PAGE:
In 2013, Watts Bar Nuclear Plant in Spring City, Tenn., will have a graded exercise that will be a very large drill involving a make-believe 50-mile plume and potential agricultural contamination, Green said.
The disaster at Fukushima has served, among other consequences, to reinvigorate the debate about the risks of commercial nuclear energy – a discussion now continued in many countries where practical solutions are being sought to offset or mitigate such risks, ranging from a complete phase-out of nuclear energy to introducing more stringent safety requirements to enhancing disaster preparedness plans. Notably, Japan has been willing to acknowledge that should an accident happen, the most prudent and efficient course of action to take in order to protect the population would be immediate evacuation of all residents within a five-kilometer radius before establishing all details of the accident. And Russia, where many large cities are within a 300-kilometer radius of a nuclear power plant, clearly fails to appreciate such a threat. For instance, Moscow is just some 200 kilometers away from Kalinin Nuclear Power Plant, in Tver Region.
In environmental impact assessment documents for nuclear power plants, Rosatom insists no population protection measures are necessary beyond 3 to 3.5 kilometers off a nuclear power plant and suggests the evacuation perimeter need be no more than 800 meters.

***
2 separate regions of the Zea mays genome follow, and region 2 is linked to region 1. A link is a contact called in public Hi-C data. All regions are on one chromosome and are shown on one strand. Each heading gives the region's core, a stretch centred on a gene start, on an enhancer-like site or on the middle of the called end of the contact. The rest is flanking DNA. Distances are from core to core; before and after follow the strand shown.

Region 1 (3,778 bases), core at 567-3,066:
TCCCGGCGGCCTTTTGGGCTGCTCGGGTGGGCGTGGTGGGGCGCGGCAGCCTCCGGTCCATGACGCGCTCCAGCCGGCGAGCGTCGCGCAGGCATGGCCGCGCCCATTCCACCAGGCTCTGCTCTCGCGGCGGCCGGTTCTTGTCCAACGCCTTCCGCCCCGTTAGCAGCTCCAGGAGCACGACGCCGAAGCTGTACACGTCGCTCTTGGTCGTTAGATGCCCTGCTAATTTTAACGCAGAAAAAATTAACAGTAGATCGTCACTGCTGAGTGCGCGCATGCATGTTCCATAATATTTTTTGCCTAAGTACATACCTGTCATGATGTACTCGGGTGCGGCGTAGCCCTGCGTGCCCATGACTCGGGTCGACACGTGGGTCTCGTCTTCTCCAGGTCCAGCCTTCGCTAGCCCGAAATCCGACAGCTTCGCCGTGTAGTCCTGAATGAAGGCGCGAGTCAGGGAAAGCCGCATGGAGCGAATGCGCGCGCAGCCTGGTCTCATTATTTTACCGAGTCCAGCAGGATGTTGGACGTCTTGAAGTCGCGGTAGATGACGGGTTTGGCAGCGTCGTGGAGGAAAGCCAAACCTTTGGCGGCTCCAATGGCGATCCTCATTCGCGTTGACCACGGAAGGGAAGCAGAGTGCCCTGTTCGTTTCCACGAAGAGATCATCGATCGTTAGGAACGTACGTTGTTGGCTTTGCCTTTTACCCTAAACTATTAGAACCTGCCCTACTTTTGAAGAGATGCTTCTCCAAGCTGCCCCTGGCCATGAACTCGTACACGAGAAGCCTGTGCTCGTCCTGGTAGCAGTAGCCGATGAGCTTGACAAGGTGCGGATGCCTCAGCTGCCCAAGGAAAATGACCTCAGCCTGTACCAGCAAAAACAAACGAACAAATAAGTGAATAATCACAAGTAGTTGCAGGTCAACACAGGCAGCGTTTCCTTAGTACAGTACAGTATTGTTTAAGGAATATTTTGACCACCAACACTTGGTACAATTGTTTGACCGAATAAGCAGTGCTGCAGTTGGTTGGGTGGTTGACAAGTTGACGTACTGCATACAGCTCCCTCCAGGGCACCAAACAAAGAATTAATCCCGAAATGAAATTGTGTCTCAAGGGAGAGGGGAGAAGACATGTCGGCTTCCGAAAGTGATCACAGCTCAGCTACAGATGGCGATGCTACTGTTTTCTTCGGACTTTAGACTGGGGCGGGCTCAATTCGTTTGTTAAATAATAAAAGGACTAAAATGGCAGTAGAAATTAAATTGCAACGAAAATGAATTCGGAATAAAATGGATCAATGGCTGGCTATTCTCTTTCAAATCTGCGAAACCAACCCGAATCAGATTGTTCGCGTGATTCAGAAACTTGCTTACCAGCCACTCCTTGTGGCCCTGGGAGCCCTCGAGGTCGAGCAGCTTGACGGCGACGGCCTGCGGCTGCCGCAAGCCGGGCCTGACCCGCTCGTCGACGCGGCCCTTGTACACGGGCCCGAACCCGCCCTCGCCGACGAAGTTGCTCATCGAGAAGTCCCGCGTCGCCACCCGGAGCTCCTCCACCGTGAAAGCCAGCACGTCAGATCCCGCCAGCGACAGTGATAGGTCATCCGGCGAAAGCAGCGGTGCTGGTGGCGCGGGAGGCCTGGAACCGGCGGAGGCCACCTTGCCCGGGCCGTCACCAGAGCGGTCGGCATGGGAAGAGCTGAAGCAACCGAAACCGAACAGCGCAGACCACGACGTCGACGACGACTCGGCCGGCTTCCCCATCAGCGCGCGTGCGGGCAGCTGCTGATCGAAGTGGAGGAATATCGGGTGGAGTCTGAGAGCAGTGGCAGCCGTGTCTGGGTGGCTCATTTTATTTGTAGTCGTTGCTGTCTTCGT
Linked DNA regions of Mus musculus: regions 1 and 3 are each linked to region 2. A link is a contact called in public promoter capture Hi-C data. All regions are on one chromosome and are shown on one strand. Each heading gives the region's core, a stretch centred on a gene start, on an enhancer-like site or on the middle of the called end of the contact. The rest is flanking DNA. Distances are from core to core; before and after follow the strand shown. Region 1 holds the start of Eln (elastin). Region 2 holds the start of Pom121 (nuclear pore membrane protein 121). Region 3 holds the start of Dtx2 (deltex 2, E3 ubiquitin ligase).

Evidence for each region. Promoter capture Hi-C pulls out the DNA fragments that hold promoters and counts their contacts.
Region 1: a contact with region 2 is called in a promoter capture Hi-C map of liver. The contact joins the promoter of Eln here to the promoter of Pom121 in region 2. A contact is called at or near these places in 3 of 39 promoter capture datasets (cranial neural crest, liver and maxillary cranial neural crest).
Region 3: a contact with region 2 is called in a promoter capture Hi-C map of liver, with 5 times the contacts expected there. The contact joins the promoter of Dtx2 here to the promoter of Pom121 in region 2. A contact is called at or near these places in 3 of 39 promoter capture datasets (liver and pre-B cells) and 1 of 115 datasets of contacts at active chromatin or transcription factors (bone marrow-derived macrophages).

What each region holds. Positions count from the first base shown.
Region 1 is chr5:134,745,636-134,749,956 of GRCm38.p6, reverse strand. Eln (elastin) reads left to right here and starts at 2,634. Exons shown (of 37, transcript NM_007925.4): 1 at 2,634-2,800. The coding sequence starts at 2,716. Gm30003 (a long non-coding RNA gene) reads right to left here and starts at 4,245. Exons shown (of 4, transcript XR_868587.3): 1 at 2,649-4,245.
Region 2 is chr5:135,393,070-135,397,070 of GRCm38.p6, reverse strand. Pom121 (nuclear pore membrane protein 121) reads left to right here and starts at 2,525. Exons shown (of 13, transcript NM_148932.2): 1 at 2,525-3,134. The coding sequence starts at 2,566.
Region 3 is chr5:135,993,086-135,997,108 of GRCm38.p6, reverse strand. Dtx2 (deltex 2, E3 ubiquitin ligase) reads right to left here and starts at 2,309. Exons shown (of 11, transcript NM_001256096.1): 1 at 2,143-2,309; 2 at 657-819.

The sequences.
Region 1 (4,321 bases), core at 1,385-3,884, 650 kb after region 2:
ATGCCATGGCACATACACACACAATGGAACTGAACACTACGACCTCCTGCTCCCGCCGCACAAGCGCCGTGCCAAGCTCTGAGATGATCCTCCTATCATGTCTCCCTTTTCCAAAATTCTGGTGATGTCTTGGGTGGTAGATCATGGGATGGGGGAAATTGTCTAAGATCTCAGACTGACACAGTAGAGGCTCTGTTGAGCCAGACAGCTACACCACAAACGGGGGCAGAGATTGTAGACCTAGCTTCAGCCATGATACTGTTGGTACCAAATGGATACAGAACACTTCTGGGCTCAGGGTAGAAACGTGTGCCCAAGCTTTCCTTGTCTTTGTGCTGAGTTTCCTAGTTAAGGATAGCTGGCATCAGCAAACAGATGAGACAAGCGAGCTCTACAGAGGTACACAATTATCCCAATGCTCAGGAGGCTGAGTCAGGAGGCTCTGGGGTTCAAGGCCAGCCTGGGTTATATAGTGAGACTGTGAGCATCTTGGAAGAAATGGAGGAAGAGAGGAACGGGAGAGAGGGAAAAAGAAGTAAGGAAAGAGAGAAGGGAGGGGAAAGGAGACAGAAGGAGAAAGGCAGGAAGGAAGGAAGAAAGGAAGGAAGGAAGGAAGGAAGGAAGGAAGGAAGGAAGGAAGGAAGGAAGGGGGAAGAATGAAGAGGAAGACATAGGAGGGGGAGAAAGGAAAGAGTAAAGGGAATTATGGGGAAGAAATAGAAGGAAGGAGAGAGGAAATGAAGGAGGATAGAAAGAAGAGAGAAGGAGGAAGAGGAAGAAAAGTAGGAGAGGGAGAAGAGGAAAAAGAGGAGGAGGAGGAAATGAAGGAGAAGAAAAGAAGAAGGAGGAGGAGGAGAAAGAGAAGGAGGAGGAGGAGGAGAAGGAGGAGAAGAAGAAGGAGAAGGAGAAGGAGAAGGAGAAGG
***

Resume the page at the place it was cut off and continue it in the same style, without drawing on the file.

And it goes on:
The threat that hovered over Japan last March and has taken such painstaking efforts to overcome was one of the reasons Japan set a course for a gradual phase-out of nuclear energy as an industry that creates unacceptable risks. The calendar includes emergency instructions and tips in case of a problem at the nuclear plant.
Some are scored by the Federal Emergency Management Agency and the Nuclear Regulatory Commission. Each and every one of the world’s reactors in operation is inherently susceptible to an accident – something even the nuclear industry would acknowledge is true.
Still, the Russian State Nuclear Corporation Rosatom disregards the risk of any harmful impact an accident there could have on the health of the population in and around the Russian capital. Petersburg did once come under exposure to radioactive substances that traveled that seventy-odd-kilometer distance between the city and the nuclear town of Sosnovy Bor following an accident there in 1975.


But where countries like Japan strive to learn the tragic lessons of nuclear disasters such as the recent catastrophe at Fukushima Daiichi, Russia, which remains a staunch proponent of nuclear energy, fails to take the potential threat seriously and prepare adequate population protection measures. Petersburg includes a map of a potential fallout pattern from the nearby Leningrad Nuclear Power Plant, where trails of radioactive contamination show plumes could cover St.



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